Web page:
A merry message for ‘dipshits drunk on pink perfume’

Lifestyle

JUST FOR THE RECORD

A merry message for ‘dipshits drunk on pink perfume’

A bi-weekly vinyl review

Andrew Donaldson

The good news is that Canadian singer-songwriter Neko Case, perhaps the fiercest of indie spirits in Americana, has a new album out, Hell-On (Matador). There is no bad news. Honestly. 
Case left home when she was 15 and cut her musical chops in punk bands in the Pacific North West but her career only really took off when she studied art in Vancouver in the 1990s. For a while she was tagged as being an alt-country performer, but albums like Furnace Room Lullaby (2000) and Blacklisted (2002), both critically acclaimed, featured atmospheric and personal explorations away from the perhaps formulaic country influences. As one critic put it, Case is “not a needlessly traditionalist balladeer but the sort of writer who deploys lines like dipshit drunk on pink perfume”. (And how else would one describe a rosé bender?)
Hell-On is perhaps her most poppish release, but it is also an angry one. Last year, a fire destroyed her Vermont farm home; when the local newspaper reported the incident, they revealed whose property it was, and its address, which resulted in an unfortunate incident with a stalker. Which is why, if there’s a subtext here, it’s one of simmering feminist confrontation.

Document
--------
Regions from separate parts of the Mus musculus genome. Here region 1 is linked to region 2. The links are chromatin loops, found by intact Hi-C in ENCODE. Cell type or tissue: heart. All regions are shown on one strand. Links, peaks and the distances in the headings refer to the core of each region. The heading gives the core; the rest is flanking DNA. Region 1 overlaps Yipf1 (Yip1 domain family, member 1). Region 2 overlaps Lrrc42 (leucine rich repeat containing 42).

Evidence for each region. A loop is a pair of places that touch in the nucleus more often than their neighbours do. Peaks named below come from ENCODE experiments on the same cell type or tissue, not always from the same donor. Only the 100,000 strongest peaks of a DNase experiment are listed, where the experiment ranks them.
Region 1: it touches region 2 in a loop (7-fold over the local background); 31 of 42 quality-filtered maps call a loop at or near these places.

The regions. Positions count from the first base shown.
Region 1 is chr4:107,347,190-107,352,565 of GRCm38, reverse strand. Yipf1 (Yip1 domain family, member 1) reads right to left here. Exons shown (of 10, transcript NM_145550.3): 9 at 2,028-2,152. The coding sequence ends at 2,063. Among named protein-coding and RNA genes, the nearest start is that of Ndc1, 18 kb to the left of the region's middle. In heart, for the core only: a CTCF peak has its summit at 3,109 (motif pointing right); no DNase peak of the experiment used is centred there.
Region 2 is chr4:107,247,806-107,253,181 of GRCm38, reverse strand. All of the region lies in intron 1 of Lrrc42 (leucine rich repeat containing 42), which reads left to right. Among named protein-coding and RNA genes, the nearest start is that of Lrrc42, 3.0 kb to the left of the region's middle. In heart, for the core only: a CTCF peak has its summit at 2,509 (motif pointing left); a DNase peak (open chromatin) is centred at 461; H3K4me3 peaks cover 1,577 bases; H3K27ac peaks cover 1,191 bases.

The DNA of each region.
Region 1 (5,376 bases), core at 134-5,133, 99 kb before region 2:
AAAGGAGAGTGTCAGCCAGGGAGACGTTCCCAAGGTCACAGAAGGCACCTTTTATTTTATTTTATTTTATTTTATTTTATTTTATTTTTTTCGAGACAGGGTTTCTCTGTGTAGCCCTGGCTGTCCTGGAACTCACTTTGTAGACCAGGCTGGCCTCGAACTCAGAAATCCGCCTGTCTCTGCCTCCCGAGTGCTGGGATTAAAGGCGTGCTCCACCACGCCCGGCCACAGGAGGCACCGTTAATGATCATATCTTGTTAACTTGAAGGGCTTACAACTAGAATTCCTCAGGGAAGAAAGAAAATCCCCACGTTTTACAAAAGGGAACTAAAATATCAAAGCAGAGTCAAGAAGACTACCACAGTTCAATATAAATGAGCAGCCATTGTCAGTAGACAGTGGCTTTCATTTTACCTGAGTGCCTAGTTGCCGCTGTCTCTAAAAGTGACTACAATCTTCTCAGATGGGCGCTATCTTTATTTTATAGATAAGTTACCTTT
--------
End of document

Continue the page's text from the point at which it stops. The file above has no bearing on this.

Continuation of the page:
Supporting artists include kd lang, Calexico’s Joey Burns, Mark Lanegan, Kelly Hogan and Jon Rauhouse. As ever, the album is a showcase for her immense talents as a vocalist, songwriter and producer. It’s a lush and intimate release, and her strongest to date. There’s a nostalgic element to Case’s voice but it’s never cliched; her singing remains extraordinary: warm, engaging, expressive and emotional but never histrionic or excessive.
ALL THAT JAZZ
Much amazement among jazz aficionados at the recent discovery of a lost John Coltrane album, especially as it was widely assumed that the saxophonist’s record label, Impulse!, had had access to all his unheard recordings when they issued a slew of posthumous LPs in the wake of his death in 1967. The set Both Directions At Once: The Lost Album (Universal/Impulse!) will be released at the end of the month.It would appear, according to news reports, that the complete album, recorded in a single session by Coltrane and his classic quartet — pianist McCoy Tyner, bassist Jimmy Garrison and drummer Elvin Jones — on March 6 1963, is only with us because producer Bob Thiele allowed the saxophonist to take home a quarter-inch reel-to-reel reference tape of the session.